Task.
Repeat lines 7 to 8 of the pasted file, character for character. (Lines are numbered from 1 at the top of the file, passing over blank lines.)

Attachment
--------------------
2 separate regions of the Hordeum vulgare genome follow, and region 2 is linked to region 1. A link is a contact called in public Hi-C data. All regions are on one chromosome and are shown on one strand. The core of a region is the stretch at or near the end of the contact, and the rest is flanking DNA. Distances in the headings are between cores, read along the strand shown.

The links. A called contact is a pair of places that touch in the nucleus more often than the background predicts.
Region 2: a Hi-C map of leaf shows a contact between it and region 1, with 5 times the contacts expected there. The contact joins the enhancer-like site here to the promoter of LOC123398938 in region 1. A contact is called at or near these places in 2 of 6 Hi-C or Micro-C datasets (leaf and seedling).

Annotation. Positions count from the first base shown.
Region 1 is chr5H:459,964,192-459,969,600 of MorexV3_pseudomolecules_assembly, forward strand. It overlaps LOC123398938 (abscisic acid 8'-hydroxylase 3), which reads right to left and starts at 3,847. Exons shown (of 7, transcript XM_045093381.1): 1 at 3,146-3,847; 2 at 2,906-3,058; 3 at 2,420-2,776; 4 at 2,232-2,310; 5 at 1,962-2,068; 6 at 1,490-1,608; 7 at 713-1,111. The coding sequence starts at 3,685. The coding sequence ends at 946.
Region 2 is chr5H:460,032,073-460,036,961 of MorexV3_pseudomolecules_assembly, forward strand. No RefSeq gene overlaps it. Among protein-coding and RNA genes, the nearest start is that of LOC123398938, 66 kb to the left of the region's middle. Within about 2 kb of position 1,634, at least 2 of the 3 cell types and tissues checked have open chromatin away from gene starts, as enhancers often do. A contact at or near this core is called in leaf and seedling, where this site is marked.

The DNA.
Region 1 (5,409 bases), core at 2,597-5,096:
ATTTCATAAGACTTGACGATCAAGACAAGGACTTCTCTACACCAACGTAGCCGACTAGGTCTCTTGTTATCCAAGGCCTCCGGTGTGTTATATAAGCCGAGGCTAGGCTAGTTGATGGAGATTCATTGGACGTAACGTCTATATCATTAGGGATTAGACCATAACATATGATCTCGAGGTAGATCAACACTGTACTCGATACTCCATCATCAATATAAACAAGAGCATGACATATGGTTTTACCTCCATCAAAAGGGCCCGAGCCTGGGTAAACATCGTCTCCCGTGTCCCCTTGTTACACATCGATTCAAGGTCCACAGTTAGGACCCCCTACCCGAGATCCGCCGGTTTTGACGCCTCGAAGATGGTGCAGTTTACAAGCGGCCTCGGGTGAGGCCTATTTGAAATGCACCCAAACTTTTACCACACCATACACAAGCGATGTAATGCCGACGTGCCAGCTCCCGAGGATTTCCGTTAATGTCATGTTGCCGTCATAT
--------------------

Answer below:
The DNA.
Region 1 (5,409 bases), core at 2,597-5,096: